Others to Watch

CIO100 2017: Others to watch: Ed Saul and Steve de Jong of Intelligent Life Limited

  • Name Ed Saul and Steve de Jong
  • Title Director (Saul) and business partner (de Jong)
  • Company Intelligent Life Limited
  • Commenced Role 2006
  • Reporting Line Business owners
  • Technology Function Five staff working as platform innovators and architects, along with project managers and testing resource
  • Related

    “Our business, Intelligent Life, was established in 2006 for the sole purpose of delivering business transformation to insurance companies,” says co-owner Ed Saul.

    “We established Intelligent Life for the specific purpose of transforming the traditional and well established business process/model of selling life insurance. Back in 2006, this traditional process had not changed across the global insurance industry in 50 or so years.”

    The traditional process involved insurance agents meeting with clients face-to-face and filling in a paper application and then physically submitting the application to the insurance company, he says.

    This process then continued with the life insurance company’s underwriter reviewing the application form and contacting the applicant if required. In some cases, further medical evidence was sought, involving more manual processing. The typical timeline for purchasing and receiving a life insurance policy via this process, was anything from two days to three weeks.

    “Intelligent Life’s new platform changed all that,” says Saul.

    “In 2007, we launched a fully automated process online in New Zealand for insurance company Pinnacle Life. Our purpose was to use business transformation to disrupt the life insurance industry,” he states.

    These included:

    • Applicant purchases life insurance directly via the insurance company’s website (traditional process required an agent)
    • Application process takes 10 minutes (instead of days or weeks), and the life insurance policy is emailed instantly (instead of arriving in the post days later)
    • Processing costs for the insurer typically reduced by more than 50 per cent, therefore the insurer can significantly reduce the price to the customer. For example, Pinnacle Life’s product pricing is the lowest in New Zealand.
    Steve de Jong
    Steve de Jong

    Over the ensuing years, Intelligent Life’s focus broadened to deliver similar business transformation processes to insurance companies globally.

    Delivering ‘business transformation’ and staying ahead of the competition has required Intelligent Life to innovate, and to keep on innovating, he says

    Last year, Intelligent Life designed the first online, instant-issue platform for term life insurance products sold by agents. The platform was launched for a US-based insurance company.

    This year, it is working on implementing an automated electronic underwriting platform for health insurance products in New Zealand.

    “Intelligent Life only focuses on the delivery and support of business transformation projects for insurance companies,” he explains. “We have almost nothing to do with legacy systems.”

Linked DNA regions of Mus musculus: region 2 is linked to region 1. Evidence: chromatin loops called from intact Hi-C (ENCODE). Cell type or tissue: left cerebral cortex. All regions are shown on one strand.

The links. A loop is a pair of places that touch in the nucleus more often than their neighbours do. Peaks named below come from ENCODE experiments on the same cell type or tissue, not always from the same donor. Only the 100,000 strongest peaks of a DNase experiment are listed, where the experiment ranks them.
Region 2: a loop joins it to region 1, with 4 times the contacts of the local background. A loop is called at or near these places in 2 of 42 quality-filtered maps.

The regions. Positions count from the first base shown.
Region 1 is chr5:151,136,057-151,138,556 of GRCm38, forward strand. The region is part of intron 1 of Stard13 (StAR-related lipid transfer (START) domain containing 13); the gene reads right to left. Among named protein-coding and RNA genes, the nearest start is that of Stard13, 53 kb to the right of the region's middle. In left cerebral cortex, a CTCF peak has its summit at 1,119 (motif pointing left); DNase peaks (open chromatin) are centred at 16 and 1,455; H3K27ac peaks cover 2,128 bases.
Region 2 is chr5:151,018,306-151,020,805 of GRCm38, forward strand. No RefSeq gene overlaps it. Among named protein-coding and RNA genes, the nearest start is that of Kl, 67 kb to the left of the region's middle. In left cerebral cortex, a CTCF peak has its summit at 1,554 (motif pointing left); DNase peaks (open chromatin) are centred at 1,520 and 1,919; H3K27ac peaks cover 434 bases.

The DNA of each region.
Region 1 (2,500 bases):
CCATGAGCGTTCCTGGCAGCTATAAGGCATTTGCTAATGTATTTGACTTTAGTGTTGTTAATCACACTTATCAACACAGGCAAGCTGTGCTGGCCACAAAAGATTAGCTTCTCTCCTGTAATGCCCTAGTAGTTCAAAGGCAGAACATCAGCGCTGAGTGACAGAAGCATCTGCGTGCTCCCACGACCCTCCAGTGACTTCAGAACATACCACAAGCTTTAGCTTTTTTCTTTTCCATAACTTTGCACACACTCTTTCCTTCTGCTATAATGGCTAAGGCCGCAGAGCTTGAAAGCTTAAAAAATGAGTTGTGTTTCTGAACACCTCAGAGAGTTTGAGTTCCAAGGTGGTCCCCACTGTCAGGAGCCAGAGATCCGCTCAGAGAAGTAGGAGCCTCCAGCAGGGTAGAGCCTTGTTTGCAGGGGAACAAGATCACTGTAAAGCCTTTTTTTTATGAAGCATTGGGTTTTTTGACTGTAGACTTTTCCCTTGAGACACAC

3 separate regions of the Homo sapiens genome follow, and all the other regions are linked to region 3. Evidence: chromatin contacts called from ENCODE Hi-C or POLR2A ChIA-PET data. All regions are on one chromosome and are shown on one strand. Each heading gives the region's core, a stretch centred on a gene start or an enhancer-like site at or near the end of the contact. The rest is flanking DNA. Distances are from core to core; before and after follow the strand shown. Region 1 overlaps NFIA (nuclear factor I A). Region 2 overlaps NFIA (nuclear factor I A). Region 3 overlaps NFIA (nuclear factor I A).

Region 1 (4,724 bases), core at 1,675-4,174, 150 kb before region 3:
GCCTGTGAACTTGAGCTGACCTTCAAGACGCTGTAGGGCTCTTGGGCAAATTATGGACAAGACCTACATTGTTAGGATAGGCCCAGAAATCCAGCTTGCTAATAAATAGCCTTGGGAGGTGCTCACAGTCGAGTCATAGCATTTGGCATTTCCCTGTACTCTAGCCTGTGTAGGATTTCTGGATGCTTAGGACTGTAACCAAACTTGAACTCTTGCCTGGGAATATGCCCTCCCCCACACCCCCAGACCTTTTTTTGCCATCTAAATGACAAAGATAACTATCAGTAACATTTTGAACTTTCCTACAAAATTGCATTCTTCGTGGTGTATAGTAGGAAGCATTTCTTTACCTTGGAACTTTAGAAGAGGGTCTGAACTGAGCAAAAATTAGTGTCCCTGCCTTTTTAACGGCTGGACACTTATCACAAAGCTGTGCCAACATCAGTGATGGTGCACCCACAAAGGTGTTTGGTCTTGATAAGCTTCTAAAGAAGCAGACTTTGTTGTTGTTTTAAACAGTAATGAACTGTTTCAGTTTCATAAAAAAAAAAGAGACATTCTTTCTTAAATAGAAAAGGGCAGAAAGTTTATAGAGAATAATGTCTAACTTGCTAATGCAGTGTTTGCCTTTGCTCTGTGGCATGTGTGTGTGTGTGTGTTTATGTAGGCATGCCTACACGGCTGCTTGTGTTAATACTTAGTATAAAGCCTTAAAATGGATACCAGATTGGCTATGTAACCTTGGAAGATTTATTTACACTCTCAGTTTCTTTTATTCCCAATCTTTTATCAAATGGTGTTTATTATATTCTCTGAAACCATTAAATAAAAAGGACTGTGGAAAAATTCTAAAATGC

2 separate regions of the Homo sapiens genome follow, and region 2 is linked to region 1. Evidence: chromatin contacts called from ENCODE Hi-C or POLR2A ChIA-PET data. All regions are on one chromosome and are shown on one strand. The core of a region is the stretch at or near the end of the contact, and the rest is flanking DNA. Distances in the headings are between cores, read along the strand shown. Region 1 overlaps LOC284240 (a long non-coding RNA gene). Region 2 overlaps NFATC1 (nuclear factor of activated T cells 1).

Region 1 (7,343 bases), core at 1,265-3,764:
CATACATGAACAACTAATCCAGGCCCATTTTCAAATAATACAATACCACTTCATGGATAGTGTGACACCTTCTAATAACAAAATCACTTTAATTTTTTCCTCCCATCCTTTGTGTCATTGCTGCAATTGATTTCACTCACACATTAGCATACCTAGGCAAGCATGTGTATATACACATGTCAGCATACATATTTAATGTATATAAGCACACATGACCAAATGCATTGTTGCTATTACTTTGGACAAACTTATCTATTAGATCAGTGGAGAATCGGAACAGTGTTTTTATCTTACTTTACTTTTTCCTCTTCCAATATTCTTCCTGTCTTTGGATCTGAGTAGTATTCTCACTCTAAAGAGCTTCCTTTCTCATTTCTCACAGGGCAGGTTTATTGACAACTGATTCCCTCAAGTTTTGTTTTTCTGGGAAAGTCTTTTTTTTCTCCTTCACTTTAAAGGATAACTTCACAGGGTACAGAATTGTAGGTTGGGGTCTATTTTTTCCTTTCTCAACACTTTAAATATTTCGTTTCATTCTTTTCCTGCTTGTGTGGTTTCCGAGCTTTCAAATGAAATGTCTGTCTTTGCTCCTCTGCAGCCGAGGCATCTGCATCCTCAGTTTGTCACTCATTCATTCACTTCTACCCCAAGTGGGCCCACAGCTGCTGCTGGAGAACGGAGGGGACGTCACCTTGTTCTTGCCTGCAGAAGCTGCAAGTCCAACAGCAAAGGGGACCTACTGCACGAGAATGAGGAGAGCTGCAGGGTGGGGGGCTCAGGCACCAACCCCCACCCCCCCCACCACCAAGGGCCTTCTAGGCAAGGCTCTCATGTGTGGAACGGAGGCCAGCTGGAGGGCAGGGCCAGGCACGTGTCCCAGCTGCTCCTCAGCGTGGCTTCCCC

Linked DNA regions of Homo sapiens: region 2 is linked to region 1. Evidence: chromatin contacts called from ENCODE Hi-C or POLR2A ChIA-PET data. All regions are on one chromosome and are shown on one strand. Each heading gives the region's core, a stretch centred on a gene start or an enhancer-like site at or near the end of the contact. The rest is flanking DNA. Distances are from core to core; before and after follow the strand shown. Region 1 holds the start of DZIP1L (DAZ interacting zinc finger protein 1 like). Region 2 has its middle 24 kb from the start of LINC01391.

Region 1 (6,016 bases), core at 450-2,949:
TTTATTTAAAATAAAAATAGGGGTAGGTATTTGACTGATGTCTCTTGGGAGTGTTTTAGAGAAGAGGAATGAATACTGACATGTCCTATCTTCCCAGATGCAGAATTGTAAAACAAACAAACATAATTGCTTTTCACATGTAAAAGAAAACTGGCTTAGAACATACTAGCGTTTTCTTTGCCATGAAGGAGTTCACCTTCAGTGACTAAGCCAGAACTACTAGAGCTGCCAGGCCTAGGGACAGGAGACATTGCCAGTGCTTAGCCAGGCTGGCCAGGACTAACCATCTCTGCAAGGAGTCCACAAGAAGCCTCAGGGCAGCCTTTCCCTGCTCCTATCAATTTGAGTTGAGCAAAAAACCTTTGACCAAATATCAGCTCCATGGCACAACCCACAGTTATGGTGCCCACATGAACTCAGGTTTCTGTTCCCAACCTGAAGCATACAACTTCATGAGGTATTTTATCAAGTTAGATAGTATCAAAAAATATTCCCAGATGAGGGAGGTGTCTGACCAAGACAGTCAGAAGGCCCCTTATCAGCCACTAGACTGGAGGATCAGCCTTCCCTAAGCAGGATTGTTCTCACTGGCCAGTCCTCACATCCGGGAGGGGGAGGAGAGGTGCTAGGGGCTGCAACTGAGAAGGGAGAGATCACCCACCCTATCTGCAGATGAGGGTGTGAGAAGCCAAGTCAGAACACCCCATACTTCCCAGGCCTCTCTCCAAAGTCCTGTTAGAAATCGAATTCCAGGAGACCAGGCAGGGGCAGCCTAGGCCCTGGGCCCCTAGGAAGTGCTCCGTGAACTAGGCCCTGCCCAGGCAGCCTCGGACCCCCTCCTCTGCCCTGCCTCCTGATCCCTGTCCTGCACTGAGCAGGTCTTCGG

“To help insurance companies keep new innovative systems and legacy systems in balance, we offer to provide new platforms on a SaaS/Hosted Service basis. This eliminates the need for our company clients to invest in hardware or a support team.

    “In this way, the insurance company’s IT people can focus on legacy systems, while we focus on the newer disruptive technologies.

    “We spend approximately 30 per cent of our time and resources on new design, architecture and innovation.

    “We try to find client companies that will purchase innovative functionality and concepts and develop accordingly, then reuse what we build (agreements permitting) for new clients.”

    Intelligent Life offers its systems to insurers by selling those companies a distribution strategy. In other words, it is not selling technology, it is selling “modern distribution capability”.

    “We influence companies in the sense that we open up new distribution possibilities for them with a promise to access new markets, drive new business growth, attract and retain clients and significantly reduce distribution costs.

    “This means we engage directly with CEO’s, Distribution Managers, Actuaries, Product Managers and Underwriting Managers. Our collaboration with our client’s IT people is generally only in respect of developing interfaces between our breakthrough platforms and the company’s legacy systems.

    “Due to our significant experience spanning 10 years, we are able to deliver such platforms to insurance companies at significantly lower cost, and more quickly, than if they were to attempt to build their own platforms.

    “Our collaboration starts during our sales cycle and continues through the project delivery and ongoing support phases,” Saul says.

    The company business is promoted through word of mouth and through reinsurance companies.

    “Our clients are essentially life and health insurance companies and this is an industry in which word spreads far and wide, very quickly.

    “Since we are in the ‘FinTech’ space, we try to be profiled as much as possible through respected associated blogs, chat forums and similar communication channels,” says Saul.

    Saul says Intelligent Life is composed of five staff, including two directors, himself and business partner Steve de Jong.

    “We outsource our actual software build and support. Our focus is on design and architecture and on owning IP. We outsource the actual build and support of software to other parties.

    “Our entire ethos is about designing and rolling out systems/platforms that are innovative and enable business disruption.

    “All of our team are involved in projects that promote this thinking and philosophy.”

    Rodney Fletcher

    Share this article